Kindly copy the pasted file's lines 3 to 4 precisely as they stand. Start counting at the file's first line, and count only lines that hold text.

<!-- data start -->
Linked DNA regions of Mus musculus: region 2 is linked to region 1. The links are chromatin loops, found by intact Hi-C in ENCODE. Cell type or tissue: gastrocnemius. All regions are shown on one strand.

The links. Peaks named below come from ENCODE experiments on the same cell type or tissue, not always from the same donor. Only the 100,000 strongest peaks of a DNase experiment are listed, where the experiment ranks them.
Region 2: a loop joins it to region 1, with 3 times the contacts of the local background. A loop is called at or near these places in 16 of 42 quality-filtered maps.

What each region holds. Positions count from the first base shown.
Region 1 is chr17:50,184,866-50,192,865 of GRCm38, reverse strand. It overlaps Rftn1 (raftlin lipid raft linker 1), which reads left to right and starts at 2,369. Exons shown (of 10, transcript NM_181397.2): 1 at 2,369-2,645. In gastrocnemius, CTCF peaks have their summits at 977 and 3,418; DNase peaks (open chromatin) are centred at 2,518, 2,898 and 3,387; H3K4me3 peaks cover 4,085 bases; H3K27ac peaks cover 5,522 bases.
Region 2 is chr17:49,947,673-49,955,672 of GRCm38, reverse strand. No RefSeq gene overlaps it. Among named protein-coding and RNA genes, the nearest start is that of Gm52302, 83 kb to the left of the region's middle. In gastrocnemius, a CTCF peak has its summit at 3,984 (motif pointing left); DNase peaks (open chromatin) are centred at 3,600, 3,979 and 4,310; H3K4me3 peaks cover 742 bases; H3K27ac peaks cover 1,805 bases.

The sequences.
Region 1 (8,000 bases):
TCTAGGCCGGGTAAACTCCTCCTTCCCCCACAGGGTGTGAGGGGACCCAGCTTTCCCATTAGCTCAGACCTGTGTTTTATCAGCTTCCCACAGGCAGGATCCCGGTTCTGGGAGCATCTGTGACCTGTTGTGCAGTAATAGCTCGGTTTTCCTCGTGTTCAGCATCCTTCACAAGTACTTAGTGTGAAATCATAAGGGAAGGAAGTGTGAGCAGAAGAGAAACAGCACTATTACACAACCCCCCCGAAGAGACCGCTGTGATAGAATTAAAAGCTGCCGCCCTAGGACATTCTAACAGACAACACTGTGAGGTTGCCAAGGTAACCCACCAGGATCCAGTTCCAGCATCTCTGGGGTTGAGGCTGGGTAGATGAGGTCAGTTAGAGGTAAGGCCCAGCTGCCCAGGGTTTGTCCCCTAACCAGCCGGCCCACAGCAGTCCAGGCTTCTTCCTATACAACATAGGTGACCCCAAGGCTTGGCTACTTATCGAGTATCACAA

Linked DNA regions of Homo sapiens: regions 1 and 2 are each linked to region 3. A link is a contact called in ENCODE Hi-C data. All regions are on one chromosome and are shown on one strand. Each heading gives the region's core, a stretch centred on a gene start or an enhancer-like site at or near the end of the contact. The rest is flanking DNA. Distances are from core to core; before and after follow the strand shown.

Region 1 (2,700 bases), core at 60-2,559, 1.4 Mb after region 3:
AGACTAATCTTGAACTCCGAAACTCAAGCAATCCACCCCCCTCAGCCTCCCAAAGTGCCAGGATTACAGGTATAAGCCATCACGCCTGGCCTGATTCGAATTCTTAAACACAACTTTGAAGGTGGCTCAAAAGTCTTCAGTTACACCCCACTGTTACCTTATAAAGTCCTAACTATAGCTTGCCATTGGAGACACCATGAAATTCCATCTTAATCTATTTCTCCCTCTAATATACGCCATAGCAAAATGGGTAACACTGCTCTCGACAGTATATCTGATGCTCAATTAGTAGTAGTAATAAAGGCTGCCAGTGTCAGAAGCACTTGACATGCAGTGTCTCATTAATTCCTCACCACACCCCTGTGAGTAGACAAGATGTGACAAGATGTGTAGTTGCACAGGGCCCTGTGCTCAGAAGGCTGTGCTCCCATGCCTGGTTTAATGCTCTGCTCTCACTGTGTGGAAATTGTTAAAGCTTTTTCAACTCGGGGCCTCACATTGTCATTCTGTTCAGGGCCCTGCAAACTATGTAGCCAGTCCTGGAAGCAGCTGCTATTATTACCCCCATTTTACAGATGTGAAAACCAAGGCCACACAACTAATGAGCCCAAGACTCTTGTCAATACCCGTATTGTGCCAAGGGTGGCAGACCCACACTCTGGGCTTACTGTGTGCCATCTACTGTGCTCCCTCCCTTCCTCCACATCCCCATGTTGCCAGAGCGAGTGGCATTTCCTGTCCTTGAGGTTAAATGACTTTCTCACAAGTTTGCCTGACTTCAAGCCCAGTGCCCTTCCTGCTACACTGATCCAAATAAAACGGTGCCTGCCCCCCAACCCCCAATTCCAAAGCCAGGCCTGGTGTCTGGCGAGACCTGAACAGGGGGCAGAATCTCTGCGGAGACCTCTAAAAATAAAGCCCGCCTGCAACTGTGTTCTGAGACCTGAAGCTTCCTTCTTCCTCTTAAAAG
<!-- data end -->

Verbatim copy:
Region 2: a loop joins it to region 1, with 3 times the contacts of the local background. A loop is called at or near these places in 16 of 42 quality-filtered maps.

What each region holds. Positions count from the first base shown.